Froggin’ Like a Frogger

I went to Goodwill last night hoping to find something to frog for the yarn. Not only did it have to be something made from yarn I like, but it had to be something I didn’t feel bad about tearing apart. I’ve talked about my problem with frogging thrift store finds before. When I see something that was obviously hand-made, I don’t just see the yarn, I see the time that was put into it. I can’t stop myself from imagining that it was made by someone’s loving grandma, and then I can’t bear to take it apart. Sooo, I didn’t really think I’d find anything.

There were a few baby blankets, a couple of throws (one of which was made with super soft yarn and I’m thinking about going back to buy it – not for frogging but for snuggling with), and some dishcloths. I’d be okay with frogging a dishcloth, but I didn’t really like the yarn. I was about to give up when I found this knitted… thing. I say ‘thing’ because I really don’t know what it was. It was too wide and short to be a scarf, but too small to be even a baby blanket. Maybe it was a lap blanket. Either way, the yarn was really neat. It was nice and soft, too. I looked at the… thing… and really didn’t feel anything. No emotions at all. So I knew I’d be able to frog it. I bought it for $2.99 (the lady at the counter didn’t know what it was either and ended up charging me the price of a scarf) and headed home to get to work.

Before I took it apart. It looked pretty cool, but I had no use for it as it was.

Despite my determination to find something to frog, I’d never actually frogged something before. I figured you just check the edges and find where the knitter/crocheter wove in the end, but I wasn’t sure, so I googled it. I guess it really is that simple because I couldn’t really find any instruction beyond a pretty good blog post about frogging a sweater (which is a bit more difficult because of the seaming). I was a little worried that I’d have trouble doing it without some help, but I found the end, untied the knot, and it started unraveling. Easy.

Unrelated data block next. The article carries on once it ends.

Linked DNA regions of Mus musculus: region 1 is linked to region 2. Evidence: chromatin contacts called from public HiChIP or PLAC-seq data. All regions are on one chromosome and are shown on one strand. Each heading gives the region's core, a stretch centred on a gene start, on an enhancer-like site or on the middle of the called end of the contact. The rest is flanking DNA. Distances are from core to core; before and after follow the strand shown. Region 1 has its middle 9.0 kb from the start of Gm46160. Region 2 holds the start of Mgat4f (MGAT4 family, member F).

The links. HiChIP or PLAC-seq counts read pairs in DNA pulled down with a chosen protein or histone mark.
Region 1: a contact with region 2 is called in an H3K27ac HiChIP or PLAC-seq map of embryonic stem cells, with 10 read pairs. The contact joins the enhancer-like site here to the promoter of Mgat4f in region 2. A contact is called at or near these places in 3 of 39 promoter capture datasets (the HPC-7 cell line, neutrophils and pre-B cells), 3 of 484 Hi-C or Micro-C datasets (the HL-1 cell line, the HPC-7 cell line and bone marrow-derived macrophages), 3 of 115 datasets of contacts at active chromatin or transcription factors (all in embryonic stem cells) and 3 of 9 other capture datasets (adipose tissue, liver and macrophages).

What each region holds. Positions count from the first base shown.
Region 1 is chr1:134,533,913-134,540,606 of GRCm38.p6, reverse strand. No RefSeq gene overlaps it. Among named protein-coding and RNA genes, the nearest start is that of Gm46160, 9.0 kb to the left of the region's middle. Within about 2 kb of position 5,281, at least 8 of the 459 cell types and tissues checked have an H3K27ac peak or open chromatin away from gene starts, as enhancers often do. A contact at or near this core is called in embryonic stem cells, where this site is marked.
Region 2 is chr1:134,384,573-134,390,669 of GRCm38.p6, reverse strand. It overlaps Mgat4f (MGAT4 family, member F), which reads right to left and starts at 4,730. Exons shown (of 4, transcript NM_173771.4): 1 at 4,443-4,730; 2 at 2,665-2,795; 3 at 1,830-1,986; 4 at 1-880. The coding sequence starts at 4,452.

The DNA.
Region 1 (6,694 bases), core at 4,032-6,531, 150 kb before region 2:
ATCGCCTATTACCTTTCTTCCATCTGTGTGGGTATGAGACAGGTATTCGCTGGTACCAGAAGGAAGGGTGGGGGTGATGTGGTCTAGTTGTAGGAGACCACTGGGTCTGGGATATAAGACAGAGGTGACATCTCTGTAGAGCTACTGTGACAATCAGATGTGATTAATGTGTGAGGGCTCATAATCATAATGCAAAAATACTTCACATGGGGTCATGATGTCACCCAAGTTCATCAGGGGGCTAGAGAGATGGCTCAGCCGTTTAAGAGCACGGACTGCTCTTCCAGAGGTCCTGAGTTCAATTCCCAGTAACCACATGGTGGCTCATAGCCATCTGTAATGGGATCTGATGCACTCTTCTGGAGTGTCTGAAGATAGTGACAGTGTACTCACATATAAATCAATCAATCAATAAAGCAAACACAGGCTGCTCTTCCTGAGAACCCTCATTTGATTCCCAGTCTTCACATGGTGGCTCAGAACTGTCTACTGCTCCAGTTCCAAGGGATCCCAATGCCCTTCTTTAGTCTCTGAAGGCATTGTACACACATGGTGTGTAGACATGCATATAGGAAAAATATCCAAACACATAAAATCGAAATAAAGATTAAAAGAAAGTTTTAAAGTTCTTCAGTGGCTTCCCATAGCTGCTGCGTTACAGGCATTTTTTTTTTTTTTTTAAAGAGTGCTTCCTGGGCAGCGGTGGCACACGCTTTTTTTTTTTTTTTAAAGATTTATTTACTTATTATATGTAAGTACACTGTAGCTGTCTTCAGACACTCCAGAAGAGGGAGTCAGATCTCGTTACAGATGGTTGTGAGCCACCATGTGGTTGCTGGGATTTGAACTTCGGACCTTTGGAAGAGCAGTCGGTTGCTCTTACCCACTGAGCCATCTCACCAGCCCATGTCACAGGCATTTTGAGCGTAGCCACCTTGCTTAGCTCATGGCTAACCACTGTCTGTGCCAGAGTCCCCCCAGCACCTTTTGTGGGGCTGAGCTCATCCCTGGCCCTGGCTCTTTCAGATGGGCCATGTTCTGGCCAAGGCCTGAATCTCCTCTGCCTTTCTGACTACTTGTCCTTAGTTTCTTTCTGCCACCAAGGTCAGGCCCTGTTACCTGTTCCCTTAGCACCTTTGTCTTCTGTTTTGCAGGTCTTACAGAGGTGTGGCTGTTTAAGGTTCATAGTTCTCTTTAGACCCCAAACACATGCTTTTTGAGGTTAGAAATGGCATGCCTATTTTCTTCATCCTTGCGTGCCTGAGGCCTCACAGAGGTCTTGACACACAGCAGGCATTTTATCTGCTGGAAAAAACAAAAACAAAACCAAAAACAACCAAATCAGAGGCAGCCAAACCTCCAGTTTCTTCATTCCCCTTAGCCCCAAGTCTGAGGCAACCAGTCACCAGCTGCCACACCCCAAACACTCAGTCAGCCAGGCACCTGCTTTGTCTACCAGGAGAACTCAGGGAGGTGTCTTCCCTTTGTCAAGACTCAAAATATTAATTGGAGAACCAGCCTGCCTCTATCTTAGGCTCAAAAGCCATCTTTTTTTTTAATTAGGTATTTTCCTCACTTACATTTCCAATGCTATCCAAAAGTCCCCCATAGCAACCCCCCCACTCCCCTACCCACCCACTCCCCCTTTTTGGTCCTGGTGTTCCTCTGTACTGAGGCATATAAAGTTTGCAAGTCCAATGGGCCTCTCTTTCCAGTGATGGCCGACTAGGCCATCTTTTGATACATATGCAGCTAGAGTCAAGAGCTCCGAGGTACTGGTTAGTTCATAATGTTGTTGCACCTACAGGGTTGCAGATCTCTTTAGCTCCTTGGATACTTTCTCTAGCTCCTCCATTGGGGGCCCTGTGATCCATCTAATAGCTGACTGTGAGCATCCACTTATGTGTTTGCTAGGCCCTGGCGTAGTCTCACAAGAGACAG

The result! I love how Sinclair is eyeballing the yarn. He was watching me like that the whole time.

I think it took about an hour to take apart, but it was mindless. I unraveled the whole thing while watching a movie. I ended up with two big balls and a third that is just a bit over half the size of the others. I started a new ball every time I got to a yarn end in the item, so I think the original knitter used two and a half skeins. I don’t know about the yardage or anything, but it’s a pretty decent amount. Usually, I stay away from variegated yarns because they look pretty as the skein but ridiculous as a finished object, but I really like this stuff.

Now I just need to figure out what to use it for…

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2 thoughts on “Froggin’ Like a Frogger

  1. Sarah says:

    Great colour yarn! I frog things from jumble sales as it’s even cheaper. And yes you just try to find and end and start unpicking. I wind it into balls or hanks and give it a good wash to get out all the dust and kinks in the yarn.

    • Bean says:

      Does washing it as a ball work well? I read somewhere (maybe on that blog post about frogging a sweater) that it’s better to wash yarn in a hank, but I couldn’t make it into a hank :/

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